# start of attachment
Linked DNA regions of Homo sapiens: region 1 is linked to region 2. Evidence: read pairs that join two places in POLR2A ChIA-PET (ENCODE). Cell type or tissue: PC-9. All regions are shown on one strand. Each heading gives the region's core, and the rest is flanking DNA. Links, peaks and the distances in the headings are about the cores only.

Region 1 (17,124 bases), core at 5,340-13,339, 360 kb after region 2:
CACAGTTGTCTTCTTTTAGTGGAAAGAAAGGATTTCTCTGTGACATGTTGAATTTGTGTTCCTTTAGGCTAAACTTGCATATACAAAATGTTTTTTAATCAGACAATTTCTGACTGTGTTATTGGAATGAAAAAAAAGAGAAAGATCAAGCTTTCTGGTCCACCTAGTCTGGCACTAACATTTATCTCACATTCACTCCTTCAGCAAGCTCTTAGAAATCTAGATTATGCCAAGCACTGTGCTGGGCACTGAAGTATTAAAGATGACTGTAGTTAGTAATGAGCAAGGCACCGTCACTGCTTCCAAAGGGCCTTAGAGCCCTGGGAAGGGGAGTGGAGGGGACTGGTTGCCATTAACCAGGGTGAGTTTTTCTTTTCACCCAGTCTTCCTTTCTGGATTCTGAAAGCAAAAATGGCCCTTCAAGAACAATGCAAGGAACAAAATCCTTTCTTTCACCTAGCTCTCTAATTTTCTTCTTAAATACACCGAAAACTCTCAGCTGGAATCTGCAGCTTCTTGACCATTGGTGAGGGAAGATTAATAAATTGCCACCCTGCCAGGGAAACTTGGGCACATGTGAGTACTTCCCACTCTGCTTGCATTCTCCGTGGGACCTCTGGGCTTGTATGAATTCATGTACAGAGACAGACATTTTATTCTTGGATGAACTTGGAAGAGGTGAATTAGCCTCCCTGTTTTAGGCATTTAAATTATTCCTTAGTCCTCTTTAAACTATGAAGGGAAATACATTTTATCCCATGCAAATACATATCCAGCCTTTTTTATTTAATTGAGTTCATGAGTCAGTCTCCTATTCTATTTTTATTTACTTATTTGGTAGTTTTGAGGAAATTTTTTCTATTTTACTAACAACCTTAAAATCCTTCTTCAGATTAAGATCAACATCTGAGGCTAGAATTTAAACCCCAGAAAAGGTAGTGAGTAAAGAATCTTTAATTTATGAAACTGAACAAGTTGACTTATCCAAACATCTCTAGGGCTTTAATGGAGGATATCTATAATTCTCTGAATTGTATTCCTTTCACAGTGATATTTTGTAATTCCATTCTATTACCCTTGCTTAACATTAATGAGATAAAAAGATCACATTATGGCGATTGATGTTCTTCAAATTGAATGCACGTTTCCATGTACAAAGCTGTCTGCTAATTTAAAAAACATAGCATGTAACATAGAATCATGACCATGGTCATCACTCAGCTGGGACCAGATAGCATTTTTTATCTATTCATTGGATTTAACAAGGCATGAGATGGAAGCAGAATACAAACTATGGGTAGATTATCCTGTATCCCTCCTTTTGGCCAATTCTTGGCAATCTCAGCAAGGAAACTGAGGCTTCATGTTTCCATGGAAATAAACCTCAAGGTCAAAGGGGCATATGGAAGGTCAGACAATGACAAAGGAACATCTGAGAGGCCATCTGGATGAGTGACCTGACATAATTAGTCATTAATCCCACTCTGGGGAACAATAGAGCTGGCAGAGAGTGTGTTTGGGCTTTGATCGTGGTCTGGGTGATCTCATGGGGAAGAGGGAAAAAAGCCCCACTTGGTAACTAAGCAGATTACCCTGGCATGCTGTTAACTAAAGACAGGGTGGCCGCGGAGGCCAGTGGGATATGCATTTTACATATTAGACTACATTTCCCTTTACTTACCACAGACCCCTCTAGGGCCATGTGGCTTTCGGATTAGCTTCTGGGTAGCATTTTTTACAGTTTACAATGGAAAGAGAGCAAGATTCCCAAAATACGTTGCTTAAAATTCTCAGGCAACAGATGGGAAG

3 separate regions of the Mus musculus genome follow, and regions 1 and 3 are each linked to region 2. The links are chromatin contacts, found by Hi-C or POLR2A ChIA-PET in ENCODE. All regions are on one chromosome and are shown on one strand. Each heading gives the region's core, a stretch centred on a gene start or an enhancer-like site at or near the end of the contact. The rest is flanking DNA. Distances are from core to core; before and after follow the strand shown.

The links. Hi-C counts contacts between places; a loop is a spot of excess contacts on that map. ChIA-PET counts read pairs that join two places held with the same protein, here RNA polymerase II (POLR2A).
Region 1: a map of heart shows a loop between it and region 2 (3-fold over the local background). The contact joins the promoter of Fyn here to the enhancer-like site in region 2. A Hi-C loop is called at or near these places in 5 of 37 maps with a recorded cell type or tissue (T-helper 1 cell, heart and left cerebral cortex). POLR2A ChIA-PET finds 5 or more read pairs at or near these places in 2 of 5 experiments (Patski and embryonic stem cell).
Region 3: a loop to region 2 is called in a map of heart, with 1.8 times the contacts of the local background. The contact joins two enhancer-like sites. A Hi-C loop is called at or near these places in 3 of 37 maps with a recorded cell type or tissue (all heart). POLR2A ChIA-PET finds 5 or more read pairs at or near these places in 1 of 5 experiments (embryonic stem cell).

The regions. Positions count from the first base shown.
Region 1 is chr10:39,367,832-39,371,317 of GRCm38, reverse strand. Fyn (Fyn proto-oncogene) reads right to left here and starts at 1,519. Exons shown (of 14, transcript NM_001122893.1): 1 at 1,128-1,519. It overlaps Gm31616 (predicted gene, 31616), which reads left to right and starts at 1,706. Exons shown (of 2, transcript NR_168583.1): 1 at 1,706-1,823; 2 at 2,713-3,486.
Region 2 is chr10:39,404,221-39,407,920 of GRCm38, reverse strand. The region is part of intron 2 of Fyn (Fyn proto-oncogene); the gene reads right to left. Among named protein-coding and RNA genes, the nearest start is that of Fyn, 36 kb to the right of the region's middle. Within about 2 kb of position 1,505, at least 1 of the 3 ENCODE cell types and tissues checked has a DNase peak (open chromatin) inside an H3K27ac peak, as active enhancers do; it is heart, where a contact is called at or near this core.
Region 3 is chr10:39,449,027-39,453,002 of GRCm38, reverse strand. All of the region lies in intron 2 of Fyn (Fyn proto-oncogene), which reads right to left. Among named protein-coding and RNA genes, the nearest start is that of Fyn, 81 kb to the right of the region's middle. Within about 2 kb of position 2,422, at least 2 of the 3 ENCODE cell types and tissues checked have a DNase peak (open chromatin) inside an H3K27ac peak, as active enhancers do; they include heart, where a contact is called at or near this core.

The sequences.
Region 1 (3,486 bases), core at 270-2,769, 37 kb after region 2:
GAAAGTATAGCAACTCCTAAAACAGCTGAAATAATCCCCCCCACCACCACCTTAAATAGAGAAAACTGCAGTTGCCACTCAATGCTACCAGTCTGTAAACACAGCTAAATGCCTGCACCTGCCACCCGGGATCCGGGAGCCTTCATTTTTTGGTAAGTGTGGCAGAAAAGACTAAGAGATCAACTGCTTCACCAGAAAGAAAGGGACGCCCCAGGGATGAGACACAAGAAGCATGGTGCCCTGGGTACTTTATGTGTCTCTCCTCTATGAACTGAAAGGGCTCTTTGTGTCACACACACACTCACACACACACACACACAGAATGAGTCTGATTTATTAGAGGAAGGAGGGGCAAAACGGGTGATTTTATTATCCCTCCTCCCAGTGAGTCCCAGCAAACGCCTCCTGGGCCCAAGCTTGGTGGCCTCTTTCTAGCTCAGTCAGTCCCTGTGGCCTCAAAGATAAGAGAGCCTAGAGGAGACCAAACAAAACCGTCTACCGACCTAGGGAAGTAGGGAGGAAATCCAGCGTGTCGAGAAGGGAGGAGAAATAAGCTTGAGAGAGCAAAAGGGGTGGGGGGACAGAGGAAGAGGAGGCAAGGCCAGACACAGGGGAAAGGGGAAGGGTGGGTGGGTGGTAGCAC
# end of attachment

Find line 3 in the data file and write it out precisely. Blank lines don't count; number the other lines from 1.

CACAGTTGTCTTCTTTTAGTGGAAAGAAAGGATTTCTCTGTGACATGTTGAATTTGTGTTCCTTTAGGCTAAACTTGCATATACAAAATGTTTTTTAATCAGACAATTTCTGACTGTGTTATTGGAATGAAAAAAAAGAGAAAGATCAAGCTTTCTGGTCCACCTAGTCTGGCACTAACATTTATCTCACATTCACTCCTTCAGCAAGCTCTTAGAAATCTAGATTATGCCAAGCACTGTGCTGGGCACTGAAGTATTAAAGATGACTGTAGTTAGTAATGAGCAAGGCACCGTCACTGCTTCCAAAGGGCCTTAGAGCCCTGGGAAGGGGAGTGGAGGGGACTGGTTGCCATTAACCAGGGTGAGTTTTTCTTTTCACCCAGTCTTCCTTTCTGGATTCTGAAAGCAAAAATGGCCCTTCAAGAACAATGCAAGGAACAAAATCCTTTCTTTCACCTAGCTCTCTAATTTTCTTCTTAAATACACCGAAAACTCTCAGCTGGAATCTGCAGCTTCTTGACCATTGGTGAGGGAAGATTAATAAATTGCCACCCTGCCAGGGAAACTTGGGCACATGTGAGTACTTCCCACTCTGCTTGCATTCTCCGTGGGACCTCTGGGCTTGTATGAATTCATGTACAGAGACAGACATTTTATTCTTGGATGAACTTGGAAGAGGTGAATTAGCCTCCCTGTTTTAGGCATTTAAATTATTCCTTAGTCCTCTTTAAACTATGAAGGGAAATACATTTTATCCCATGCAAATACATATCCAGCCTTTTTTATTTAATTGAGTTCATGAGTCAGTCTCCTATTCTATTTTTATTTACTTATTTGGTAGTTTTGAGGAAATTTTTTCTATTTTACTAACAACCTTAAAATCCTTCTTCAGATTAAGATCAACATCTGAGGCTAGAATTTAAACCCCAGAAAAGGTAGTGAGTAAAGAATCTTTAATTTATGAAACTGAACAAGTTGACTTATCCAAACATCTCTAGGGCTTTAATGGAGGATATCTATAATTCTCTGAATTGTATTCCTTTCACAGTGATATTTTGTAATTCCATTCTATTACCCTTGCTTAACATTAATGAGATAAAAAGATCACATTATGGCGATTGATGTTCTTCAAATTGAATGCACGTTTCCATGTACAAAGCTGTCTGCTAATTTAAAAAACATAGCATGTAACATAGAATCATGACCATGGTCATCACTCAGCTGGGACCAGATAGCATTTTTTATCTATTCATTGGATTTAACAAGGCATGAGATGGAAGCAGAATACAAACTATGGGTAGATTATCCTGTATCCCTCCTTTTGGCCAATTCTTGGCAATCTCAGCAAGGAAACTGAGGCTTCATGTTTCCATGGAAATAAACCTCAAGGTCAAAGGGGCATATGGAAGGTCAGACAATGACAAAGGAACATCTGAGAGGCCATCTGGATGAGTGACCTGACATAATTAGTCATTAATCCCACTCTGGGGAACAATAGAGCTGGCAGAGAGTGTGTTTGGGCTTTGATCGTGGTCTGGGTGATCTCATGGGGAAGAGGGAAAAAAGCCCCACTTGGTAACTAAGCAGATTACCCTGGCATGCTGTTAACTAAAGACAGGGTGGCCGCGGAGGCCAGTGGGATATGCATTTTACATATTAGACTACATTTCCCTTTACTTACCACAGACCCCTCTAGGGCCATGTGGCTTTCGGATTAGCTTCTGGGTAGCATTTTTTACAGTTTACAATGGAAAGAGAGCAAGATTCCCAAAATACGTTGCTTAAAATTCTCAGGCAACAGATGGGAAG